Charlotte Street Partners


The drug policies don't work

Written by Emma Crawshaw, guest writer
26 July 2019

Readers in Scotland – and perhaps further afield, given the breadth of news coverage it achieved last week – won’t fail to have noticed that drug-related deaths in Scotland have doubled in the last five years and are now higher than any other country in the EU. Sadly, figures for the early part of this year suggest this dire trend is set to continue.

Statistics and percentages often serve to distance us from the individual stories behind the data. Every fatality leaves a family, friends, and a community behind them. We must never forget the life-long impact each death has on those who are left behind. It is imperative that we not only support people in crisis more effectively but address the root causes of Scotland’s problematic drug use.

The National Records for Scotland report exposed the fact that 1,119 of the1,187 deaths (more than 94%) involved people using more than one drug at a time and two-thirds involved benzodiazepines, such as diazepam or Valium.

While heroin and methadone remain the drugs most frequently implicated in deaths, there has been a 55% increase in cocaine-related deaths since 2017. Looking slightly further back gives a greater sense of the scale of this grim growth, with the data showing a staggering 658% increase in cocaine-related deaths in Scotland since 2008.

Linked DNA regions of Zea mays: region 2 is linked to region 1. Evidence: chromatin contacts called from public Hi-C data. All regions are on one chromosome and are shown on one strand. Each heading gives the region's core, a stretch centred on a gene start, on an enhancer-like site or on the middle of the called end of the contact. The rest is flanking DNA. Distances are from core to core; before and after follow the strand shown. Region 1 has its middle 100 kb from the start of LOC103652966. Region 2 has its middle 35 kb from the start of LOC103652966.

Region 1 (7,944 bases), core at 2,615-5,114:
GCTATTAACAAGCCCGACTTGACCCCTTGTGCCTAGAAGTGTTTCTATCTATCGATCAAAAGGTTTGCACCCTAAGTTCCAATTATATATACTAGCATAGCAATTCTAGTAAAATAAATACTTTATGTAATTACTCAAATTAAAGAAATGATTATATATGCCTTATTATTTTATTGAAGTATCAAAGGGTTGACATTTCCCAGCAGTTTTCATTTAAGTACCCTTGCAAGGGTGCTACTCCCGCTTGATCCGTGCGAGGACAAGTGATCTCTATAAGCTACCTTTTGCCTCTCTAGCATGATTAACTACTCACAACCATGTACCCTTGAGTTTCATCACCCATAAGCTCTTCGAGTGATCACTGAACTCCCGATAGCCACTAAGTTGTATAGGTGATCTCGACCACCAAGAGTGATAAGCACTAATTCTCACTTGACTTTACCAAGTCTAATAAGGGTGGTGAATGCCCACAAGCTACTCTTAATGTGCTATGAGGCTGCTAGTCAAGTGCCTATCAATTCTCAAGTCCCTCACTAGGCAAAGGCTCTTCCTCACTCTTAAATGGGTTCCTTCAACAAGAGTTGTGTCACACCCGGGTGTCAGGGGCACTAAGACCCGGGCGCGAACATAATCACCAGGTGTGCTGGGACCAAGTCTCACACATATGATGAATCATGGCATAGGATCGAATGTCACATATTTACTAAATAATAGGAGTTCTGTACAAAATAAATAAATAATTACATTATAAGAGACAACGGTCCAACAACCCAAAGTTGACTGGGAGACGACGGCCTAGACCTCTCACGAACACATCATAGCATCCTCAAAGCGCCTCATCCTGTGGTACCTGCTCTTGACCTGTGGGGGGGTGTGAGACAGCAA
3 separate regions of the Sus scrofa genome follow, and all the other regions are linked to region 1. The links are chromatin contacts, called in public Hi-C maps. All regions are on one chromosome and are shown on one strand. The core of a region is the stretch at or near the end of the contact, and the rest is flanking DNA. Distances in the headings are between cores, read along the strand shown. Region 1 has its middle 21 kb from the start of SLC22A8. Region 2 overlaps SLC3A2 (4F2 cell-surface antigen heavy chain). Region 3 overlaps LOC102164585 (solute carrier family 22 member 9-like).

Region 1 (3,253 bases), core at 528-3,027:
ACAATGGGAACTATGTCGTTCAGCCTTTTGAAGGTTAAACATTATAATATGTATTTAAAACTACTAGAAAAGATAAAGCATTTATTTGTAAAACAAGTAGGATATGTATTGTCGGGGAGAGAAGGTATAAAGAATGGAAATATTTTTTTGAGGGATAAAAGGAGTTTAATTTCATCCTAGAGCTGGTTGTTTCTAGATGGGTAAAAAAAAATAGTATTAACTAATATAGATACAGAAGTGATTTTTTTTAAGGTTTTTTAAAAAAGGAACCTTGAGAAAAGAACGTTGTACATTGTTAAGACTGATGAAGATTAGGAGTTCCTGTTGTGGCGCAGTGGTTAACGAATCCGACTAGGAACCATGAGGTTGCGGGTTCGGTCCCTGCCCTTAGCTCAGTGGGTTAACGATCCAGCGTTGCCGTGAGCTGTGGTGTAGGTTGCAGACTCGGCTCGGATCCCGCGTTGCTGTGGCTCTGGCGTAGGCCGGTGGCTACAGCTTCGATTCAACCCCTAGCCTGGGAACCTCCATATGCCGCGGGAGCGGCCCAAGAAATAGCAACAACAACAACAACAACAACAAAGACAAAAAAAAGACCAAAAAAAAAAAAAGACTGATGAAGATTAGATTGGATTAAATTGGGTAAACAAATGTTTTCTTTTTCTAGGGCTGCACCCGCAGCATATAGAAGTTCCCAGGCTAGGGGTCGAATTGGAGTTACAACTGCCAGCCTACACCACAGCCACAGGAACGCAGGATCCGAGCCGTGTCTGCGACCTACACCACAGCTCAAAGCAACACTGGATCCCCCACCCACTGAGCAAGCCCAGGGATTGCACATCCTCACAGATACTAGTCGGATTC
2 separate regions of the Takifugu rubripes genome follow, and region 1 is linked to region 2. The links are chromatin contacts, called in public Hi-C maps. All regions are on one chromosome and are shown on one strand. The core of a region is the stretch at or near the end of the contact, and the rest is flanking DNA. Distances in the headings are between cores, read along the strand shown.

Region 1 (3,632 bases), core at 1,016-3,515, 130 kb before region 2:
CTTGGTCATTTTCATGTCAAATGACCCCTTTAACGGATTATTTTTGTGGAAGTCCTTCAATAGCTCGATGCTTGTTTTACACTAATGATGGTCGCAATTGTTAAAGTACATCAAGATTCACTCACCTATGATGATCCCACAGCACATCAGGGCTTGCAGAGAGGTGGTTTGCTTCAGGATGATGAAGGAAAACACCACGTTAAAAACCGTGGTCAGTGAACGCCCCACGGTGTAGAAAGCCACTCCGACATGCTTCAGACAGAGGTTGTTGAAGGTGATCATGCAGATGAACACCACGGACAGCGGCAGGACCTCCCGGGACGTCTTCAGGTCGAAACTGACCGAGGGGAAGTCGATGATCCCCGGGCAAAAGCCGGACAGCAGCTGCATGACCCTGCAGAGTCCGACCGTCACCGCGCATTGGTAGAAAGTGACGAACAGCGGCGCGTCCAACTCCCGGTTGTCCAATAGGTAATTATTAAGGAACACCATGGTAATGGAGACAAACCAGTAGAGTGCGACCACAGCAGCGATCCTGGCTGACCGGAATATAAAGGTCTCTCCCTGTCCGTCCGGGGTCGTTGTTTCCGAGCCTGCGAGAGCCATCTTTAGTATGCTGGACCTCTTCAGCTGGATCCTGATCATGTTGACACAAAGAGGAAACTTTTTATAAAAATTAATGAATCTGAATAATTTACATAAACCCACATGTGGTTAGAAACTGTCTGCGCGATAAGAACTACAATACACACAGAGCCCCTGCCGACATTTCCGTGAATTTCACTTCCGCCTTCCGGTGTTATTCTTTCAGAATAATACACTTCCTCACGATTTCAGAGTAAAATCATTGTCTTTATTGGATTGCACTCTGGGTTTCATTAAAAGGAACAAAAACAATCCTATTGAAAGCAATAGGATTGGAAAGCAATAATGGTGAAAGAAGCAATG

Cocaine, ecstasy-type drugs and amphetamines were implicated in – or potentially contributed to – 273 deaths (23%), 35 deaths (3%) and 46 deaths (4%), respectively. Stimulant drugs were implicated in or potentially contributed to 354 (of 1,187) people dying.

Since 1992, Crew has been providing up-to-date information, advice and professional support on stimulant drugs, helping people make informed decisions about their own health.

Over the last few decades, Crew has documented dramatic shifts in drug consumption and behaviours, including the rise of stimulant drug use. However, our current national definition of ‘problem drug use’ does not take account of stimulant drugs, and has therefore been masking the true extent of the issue.

We recommend that stimulant drug use urgently needs to be included in the Information Services Division/NHS National Services Scotland definition of problem substance use, to reflect the changing patterns of drug harm in Scotland and to ensure that research, budgets and services can be developed according to the changing national needs.